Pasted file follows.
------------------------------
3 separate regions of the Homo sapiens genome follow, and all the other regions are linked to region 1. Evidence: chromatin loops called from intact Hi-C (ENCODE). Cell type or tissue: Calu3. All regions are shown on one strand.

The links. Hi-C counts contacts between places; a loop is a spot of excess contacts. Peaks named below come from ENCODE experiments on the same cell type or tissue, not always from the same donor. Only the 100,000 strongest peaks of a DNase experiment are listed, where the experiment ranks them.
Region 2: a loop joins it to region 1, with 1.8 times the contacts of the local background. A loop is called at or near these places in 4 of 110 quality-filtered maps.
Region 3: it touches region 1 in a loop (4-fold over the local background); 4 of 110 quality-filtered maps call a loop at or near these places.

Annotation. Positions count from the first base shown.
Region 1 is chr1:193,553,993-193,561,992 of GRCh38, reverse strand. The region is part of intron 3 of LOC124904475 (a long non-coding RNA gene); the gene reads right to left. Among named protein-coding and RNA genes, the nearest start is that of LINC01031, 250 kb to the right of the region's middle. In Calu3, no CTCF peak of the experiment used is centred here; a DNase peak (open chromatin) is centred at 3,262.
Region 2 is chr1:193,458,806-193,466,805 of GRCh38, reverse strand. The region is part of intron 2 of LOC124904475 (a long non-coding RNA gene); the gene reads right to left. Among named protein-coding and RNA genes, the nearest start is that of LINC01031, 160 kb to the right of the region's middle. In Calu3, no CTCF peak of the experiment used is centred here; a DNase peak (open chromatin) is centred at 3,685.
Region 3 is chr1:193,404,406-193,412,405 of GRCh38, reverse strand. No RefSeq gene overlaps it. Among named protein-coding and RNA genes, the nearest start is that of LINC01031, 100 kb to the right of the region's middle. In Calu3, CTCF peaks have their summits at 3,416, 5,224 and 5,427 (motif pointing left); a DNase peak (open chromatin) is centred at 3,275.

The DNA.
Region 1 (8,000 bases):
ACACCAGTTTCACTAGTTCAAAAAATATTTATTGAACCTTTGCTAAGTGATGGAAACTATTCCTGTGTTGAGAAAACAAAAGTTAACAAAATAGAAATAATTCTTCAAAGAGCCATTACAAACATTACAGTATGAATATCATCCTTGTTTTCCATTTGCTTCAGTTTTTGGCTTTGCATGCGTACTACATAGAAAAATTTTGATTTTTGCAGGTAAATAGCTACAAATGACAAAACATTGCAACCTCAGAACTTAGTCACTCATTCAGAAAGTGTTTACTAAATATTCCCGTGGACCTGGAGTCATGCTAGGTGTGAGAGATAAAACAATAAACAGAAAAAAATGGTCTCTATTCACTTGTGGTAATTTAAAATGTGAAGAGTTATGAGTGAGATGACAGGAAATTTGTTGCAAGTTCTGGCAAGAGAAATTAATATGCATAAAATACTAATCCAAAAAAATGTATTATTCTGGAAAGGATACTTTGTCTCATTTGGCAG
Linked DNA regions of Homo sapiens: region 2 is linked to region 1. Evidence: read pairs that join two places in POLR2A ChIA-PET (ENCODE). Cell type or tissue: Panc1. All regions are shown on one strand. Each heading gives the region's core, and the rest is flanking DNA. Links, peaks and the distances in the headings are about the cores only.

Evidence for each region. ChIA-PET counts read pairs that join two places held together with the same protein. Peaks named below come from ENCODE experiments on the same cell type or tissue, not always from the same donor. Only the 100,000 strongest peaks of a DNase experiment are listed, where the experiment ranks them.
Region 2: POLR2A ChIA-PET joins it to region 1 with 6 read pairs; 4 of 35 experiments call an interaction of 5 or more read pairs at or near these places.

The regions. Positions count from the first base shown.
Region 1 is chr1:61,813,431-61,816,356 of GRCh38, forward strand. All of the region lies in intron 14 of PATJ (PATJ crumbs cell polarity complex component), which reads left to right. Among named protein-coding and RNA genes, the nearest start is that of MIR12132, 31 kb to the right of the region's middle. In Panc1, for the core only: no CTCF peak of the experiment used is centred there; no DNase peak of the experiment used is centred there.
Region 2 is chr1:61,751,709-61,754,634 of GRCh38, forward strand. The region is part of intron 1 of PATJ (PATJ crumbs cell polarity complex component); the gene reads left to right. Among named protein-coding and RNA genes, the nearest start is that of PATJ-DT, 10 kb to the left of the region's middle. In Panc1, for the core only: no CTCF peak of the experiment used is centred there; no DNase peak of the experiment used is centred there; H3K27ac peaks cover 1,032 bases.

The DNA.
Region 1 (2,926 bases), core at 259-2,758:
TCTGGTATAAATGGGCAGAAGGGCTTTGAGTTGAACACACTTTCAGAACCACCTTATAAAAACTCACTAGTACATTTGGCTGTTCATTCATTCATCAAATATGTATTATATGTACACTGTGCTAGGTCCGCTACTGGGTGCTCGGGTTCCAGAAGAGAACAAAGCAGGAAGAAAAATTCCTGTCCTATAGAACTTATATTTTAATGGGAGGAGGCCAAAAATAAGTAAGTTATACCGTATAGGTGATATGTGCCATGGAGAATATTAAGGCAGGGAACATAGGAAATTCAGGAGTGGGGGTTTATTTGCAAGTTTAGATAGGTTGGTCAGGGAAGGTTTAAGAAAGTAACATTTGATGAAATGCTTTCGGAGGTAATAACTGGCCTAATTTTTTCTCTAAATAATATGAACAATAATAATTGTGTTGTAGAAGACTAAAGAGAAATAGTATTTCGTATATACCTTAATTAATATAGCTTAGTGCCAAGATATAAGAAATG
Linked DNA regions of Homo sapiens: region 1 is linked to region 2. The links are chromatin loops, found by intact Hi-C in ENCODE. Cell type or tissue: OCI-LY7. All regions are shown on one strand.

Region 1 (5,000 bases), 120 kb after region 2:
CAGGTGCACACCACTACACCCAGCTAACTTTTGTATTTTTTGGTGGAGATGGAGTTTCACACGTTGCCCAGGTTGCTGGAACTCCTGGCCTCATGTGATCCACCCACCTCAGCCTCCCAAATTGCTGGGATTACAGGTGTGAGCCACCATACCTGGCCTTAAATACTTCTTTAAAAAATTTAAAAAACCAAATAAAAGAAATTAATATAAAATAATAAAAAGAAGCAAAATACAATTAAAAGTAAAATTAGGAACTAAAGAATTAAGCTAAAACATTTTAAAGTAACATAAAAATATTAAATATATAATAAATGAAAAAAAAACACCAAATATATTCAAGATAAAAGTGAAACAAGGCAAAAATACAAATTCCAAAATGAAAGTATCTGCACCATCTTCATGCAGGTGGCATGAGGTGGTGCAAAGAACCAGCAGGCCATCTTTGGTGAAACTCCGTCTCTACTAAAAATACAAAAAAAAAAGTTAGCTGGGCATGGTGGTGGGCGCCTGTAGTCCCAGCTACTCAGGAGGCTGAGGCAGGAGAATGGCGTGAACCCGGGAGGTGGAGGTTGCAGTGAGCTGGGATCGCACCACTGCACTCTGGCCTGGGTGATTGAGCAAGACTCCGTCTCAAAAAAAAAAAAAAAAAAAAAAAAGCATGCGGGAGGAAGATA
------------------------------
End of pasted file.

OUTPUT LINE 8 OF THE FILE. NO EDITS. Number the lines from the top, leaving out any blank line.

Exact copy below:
Region 3 is chr1:193,404,406-193,412,405 of GRCh38, reverse strand. No RefSeq gene overlaps it. Among named protein-coding and RNA genes, the nearest start is that of LINC01031, 100 kb to the right of the region's middle. In Calu3, CTCF peaks have their summits at 3,416, 5,224 and 5,427 (motif pointing left); a DNase peak (open chromatin) is centred at 3,275.